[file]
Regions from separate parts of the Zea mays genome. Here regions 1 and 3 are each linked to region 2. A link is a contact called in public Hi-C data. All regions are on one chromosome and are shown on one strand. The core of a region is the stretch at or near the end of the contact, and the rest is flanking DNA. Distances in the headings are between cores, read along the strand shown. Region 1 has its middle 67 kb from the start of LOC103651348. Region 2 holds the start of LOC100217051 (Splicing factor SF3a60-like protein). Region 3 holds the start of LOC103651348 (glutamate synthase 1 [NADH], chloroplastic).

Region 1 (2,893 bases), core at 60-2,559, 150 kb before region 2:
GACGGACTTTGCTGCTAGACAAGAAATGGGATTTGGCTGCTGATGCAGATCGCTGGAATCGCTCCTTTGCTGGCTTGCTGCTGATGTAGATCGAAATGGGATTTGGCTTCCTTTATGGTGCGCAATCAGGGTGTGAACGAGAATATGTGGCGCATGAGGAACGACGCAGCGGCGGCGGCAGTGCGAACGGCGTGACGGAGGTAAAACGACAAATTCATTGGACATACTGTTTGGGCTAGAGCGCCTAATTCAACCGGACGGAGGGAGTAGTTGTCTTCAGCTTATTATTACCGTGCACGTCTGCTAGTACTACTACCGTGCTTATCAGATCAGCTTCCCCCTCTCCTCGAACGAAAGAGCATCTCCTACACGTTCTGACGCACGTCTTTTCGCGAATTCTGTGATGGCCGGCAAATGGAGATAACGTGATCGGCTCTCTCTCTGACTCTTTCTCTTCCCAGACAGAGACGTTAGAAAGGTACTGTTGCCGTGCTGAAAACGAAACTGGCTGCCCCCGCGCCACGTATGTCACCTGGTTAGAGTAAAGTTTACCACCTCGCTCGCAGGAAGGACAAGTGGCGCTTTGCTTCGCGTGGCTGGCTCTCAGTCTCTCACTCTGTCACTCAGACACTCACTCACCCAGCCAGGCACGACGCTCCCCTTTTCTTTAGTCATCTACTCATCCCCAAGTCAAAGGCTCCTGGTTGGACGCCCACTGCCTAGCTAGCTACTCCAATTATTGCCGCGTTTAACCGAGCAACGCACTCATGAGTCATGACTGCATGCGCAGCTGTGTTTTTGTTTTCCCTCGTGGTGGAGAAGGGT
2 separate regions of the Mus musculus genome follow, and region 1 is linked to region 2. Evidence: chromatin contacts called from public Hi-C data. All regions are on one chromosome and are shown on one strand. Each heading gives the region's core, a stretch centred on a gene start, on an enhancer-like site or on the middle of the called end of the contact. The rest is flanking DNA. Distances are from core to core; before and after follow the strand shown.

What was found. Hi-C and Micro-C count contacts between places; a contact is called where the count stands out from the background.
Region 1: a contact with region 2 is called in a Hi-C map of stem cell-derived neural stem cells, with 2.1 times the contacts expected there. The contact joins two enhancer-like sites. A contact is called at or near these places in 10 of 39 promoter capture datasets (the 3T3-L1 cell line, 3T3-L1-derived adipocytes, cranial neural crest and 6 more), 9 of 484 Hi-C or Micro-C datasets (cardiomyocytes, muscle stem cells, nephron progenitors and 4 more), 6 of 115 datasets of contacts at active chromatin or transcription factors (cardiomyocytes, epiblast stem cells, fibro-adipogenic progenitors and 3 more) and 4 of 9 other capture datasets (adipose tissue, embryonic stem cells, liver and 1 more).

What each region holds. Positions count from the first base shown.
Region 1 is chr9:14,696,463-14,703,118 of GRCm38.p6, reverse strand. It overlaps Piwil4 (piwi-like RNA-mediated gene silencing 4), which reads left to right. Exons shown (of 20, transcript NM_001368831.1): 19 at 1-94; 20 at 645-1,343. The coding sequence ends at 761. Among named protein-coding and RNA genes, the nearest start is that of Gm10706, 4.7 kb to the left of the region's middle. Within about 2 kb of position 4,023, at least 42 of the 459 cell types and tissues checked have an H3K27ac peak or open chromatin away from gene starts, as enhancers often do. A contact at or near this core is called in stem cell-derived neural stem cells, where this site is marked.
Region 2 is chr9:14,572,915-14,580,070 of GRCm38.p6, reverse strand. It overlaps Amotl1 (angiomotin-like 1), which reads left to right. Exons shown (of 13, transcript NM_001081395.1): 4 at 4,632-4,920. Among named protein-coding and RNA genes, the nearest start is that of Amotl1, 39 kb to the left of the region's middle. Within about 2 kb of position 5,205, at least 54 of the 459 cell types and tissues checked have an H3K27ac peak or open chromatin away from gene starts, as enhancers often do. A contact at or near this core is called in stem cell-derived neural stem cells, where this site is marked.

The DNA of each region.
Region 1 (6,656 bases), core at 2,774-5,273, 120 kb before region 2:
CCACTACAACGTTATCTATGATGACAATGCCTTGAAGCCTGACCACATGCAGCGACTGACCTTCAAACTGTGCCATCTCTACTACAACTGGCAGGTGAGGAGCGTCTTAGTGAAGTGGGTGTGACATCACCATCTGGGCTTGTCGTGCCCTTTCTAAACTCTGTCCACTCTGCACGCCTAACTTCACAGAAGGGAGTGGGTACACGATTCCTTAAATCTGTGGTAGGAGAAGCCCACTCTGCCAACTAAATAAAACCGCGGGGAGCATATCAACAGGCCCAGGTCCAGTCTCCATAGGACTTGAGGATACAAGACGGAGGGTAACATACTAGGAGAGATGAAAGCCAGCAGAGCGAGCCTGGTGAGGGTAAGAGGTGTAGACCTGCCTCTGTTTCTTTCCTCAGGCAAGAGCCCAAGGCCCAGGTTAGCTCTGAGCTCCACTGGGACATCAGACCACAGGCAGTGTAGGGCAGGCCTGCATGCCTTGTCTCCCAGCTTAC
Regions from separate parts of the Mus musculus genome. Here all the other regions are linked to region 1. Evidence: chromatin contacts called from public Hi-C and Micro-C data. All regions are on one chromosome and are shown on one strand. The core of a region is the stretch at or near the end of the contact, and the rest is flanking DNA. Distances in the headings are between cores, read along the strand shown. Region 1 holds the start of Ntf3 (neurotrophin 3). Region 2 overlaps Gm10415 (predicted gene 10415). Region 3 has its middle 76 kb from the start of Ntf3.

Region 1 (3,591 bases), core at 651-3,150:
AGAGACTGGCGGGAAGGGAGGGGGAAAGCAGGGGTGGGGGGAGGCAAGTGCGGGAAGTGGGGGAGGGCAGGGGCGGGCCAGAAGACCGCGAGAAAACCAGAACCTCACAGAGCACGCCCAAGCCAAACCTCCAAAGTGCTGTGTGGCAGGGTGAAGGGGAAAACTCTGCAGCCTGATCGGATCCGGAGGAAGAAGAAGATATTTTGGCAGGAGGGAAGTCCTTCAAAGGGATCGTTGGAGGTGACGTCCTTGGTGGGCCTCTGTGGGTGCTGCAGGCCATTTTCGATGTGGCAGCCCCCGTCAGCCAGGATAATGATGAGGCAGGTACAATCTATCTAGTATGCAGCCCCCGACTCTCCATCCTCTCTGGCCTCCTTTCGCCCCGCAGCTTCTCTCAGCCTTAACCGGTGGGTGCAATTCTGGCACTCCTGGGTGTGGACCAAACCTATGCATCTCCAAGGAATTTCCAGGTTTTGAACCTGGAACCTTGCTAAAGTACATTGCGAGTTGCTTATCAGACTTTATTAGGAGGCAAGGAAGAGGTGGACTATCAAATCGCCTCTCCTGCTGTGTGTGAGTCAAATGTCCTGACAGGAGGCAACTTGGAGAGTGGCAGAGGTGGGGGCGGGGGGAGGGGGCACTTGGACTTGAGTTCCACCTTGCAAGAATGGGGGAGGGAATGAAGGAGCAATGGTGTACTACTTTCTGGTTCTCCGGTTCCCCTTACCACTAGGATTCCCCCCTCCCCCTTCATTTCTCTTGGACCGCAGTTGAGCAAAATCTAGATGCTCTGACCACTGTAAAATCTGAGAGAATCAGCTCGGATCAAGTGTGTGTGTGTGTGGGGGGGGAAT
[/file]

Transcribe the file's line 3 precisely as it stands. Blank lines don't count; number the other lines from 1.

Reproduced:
GACGGACTTTGCTGCTAGACAAGAAATGGGATTTGGCTGCTGATGCAGATCGCTGGAATCGCTCCTTTGCTGGCTTGCTGCTGATGTAGATCGAAATGGGATTTGGCTTCCTTTATGGTGCGCAATCAGGGTGTGAACGAGAATATGTGGCGCATGAGGAACGACGCAGCGGCGGCGGCAGTGCGAACGGCGTGACGGAGGTAAAACGACAAATTCATTGGACATACTGTTTGGGCTAGAGCGCCTAATTCAACCGGACGGAGGGAGTAGTTGTCTTCAGCTTATTATTACCGTGCACGTCTGCTAGTACTACTACCGTGCTTATCAGATCAGCTTCCCCCTCTCCTCGAACGAAAGAGCATCTCCTACACGTTCTGACGCACGTCTTTTCGCGAATTCTGTGATGGCCGGCAAATGGAGATAACGTGATCGGCTCTCTCTCTGACTCTTTCTCTTCCCAGACAGAGACGTTAGAAAGGTACTGTTGCCGTGCTGAAAACGAAACTGGCTGCCCCCGCGCCACGTATGTCACCTGGTTAGAGTAAAGTTTACCACCTCGCTCGCAGGAAGGACAAGTGGCGCTTTGCTTCGCGTGGCTGGCTCTCAGTCTCTCACTCTGTCACTCAGACACTCACTCACCCAGCCAGGCACGACGCTCCCCTTTTCTTTAGTCATCTACTCATCCCCAAGTCAAAGGCTCCTGGTTGGACGCCCACTGCCTAGCTAGCTACTCCAATTATTGCCGCGTTTAACCGAGCAACGCACTCATGAGTCATGACTGCATGCGCAGCTGTGTTTTTGTTTTCCCTCGTGGTGGAGAAGGGT